Rhythm guitar has been especially important in the development of jazz. The guitar took over the role previously occupied by the banjo to provide rhythmic chordal accompaniment.
Early jazz guitarists like Freddie Green tended to emphasize the percussive quality of the instrument. The ability to keep a steady rhythm while playing through complicated chord patterns made the guitar invaluable to many rhythm sections. Jazz guitarists are expected to have deep knowledge of harmony.
Jazz harmony edit
Jazz guitarists use their knowledge of harmony and jazz theory to create jazz chord "voicings", which emphasize the 3rd and 7th notes of the chord. Unlike pop and rock guitarists, who typically include the root of a chord (even, with many open chords and barre chords, doubling the root), jazz guitarists typically omit the root. Some more sophisticated chord voicings also include the 9th, 11th, and 13th notes of the chord. A typical jazz voicing for the chord G7 would be the individual notes B, E, F, and A. This voicing uses the 3rd (the note B), the 7th (the note F), along with the 6th (the note E) and the 9th (the note A).
In some modern jazz styles, dominant 7th chords in a tune may contain altered 9ths (either flattened by a semitone, which is called a "flat 9th", or sharpened by a semitone, which is called a "sharp 9th"); 11ths (sharpened by a semitone, which is called a "sharp 11th"); 13ths (typically flattened by a semitone, which is called a "flat 13th").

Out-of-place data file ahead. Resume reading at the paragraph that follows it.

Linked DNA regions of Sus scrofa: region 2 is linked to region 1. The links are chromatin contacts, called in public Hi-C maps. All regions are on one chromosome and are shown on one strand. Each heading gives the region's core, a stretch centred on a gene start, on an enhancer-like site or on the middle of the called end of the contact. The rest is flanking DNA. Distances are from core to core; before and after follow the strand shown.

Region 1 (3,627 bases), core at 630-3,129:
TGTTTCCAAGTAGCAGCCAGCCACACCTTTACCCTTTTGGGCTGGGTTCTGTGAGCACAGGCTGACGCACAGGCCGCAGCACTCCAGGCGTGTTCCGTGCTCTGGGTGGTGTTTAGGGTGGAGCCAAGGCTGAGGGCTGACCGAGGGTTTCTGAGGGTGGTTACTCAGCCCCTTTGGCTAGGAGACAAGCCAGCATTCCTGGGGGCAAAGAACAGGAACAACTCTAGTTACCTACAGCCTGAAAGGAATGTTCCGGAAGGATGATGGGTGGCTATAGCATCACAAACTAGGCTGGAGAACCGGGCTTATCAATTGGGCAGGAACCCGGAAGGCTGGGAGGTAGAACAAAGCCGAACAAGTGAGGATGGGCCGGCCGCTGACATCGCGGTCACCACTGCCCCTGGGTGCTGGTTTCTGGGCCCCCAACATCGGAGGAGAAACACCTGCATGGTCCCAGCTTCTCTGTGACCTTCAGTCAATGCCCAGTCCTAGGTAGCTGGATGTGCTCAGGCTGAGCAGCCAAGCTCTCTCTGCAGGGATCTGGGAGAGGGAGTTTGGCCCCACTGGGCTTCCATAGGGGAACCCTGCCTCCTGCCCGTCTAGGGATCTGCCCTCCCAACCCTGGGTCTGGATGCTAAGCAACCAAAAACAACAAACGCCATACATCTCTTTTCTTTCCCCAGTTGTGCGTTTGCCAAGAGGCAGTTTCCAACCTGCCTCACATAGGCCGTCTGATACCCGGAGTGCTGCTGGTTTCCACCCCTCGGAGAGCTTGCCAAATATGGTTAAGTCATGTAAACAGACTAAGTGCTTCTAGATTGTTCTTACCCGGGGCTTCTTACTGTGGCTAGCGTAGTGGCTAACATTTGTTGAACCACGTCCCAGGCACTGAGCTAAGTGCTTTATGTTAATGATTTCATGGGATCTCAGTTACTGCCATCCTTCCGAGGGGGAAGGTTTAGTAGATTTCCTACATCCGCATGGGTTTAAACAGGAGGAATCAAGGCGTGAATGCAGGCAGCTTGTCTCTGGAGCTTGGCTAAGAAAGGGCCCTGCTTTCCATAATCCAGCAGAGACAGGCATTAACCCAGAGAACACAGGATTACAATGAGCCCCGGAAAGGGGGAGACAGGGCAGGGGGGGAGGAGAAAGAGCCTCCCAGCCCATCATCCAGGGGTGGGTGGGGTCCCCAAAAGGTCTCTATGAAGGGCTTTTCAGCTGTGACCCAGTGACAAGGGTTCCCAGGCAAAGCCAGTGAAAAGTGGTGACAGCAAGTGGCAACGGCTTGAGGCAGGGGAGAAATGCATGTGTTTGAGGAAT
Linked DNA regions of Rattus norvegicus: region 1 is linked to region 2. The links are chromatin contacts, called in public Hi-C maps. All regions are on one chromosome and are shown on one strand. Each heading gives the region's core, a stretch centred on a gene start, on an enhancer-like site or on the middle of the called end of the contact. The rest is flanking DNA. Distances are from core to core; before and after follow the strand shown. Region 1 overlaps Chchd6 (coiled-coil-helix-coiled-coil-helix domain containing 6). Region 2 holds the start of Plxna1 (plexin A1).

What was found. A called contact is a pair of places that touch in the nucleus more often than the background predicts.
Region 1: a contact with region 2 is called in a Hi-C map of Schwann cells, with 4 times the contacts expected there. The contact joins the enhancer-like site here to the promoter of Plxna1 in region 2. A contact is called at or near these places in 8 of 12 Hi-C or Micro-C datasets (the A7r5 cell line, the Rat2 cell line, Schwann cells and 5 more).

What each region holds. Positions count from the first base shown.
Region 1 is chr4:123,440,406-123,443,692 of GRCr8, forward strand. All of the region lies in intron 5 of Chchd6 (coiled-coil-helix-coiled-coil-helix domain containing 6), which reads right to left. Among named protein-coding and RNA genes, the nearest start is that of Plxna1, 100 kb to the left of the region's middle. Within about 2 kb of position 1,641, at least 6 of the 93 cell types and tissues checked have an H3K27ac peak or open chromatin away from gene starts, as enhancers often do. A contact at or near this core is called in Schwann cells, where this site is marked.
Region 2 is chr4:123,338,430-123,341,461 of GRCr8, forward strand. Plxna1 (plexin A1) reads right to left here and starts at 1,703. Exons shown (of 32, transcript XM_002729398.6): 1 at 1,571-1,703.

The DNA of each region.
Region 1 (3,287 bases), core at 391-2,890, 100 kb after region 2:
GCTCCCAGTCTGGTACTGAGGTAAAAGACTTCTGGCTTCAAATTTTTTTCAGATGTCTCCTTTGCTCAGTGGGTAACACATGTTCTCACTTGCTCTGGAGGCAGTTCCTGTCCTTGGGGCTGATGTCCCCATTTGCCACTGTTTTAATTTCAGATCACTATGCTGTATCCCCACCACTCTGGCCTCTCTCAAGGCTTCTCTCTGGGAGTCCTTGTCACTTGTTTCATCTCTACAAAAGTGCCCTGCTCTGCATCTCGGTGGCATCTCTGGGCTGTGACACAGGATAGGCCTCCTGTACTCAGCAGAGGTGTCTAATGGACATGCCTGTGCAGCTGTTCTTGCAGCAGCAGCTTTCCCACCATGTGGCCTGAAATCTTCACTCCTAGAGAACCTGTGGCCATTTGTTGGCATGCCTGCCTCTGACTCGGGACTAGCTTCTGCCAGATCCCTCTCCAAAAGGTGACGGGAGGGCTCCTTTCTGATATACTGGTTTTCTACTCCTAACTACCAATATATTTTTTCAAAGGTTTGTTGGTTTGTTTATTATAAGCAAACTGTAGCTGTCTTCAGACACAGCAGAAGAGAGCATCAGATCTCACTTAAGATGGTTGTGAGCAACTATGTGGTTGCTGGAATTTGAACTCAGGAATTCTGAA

Jazz guitarists need to learn about a range of different chords, including major 7th, major 6th, minor 7th, minor/major 7th, dominant 7th, diminished, half-diminished, and augmented chords. As well, they need to learn about chord transformations (e.g., altered chords, such as "alt dominant chords" described above), chord substitutions, and re-harmonization techniques. Some jazz guitarists use their knowledge of jazz scales and chords to provide a walking bass-style accompaniment.
Jazz guitarists learn to perform these chords over the range of different chord progressions used in jazz, such as the II-V-I progression, the jazz-style blues progression, the minor jazz-style blues form, the "rhythm changes" progression, and the variety of chord progressions used in jazz ballads, and jazz standards. Guitarists may also learn to use the chord types, strumming styles, and effects pedals (e.g., chorus effect or fuzzbox) used in 1970s-era jazz-Latin, jazz-funk, and jazz-rock fusion music.
Big band rhythm edit
In jazz big bands, popular during the 1930s and 1940s, the guitarist is considered an integral part of the rhythm section (guitar, drums and bass). They usually played a regular four chords to the bar, although an amount of harmonic improvisation is possible. Freddie Green, guitarist in the Count Basie orchestra, was a noted exponent of this style. The harmonies are often minimal; for instance, the root note is often omitted on the assumption that it will be supplied by the bassist.
Small group comping edit
When jazz guitarists play chords underneath a song's melody or another musician's solo improvisations, it is called comping, short for accompanying. The accompanying style in most jazz styles differs from the way chordal instruments accompany in many popular styles of music. In many popular styles of music, such as rock and pop, the rhythm guitarist usually performs the chords in rhythmic fashion which sets out the beat or groove of a tune. In contrast, in many modern jazz styles within smaller, the guitarist plays much more sparsely, intermingling periodic chords and delicate voicings into pauses in the melody or solo, and using periods of silence. Jazz guitarists commonly use a wide variety of inversions when comping, rather than only using standard voicings.
Gypsy pumping edit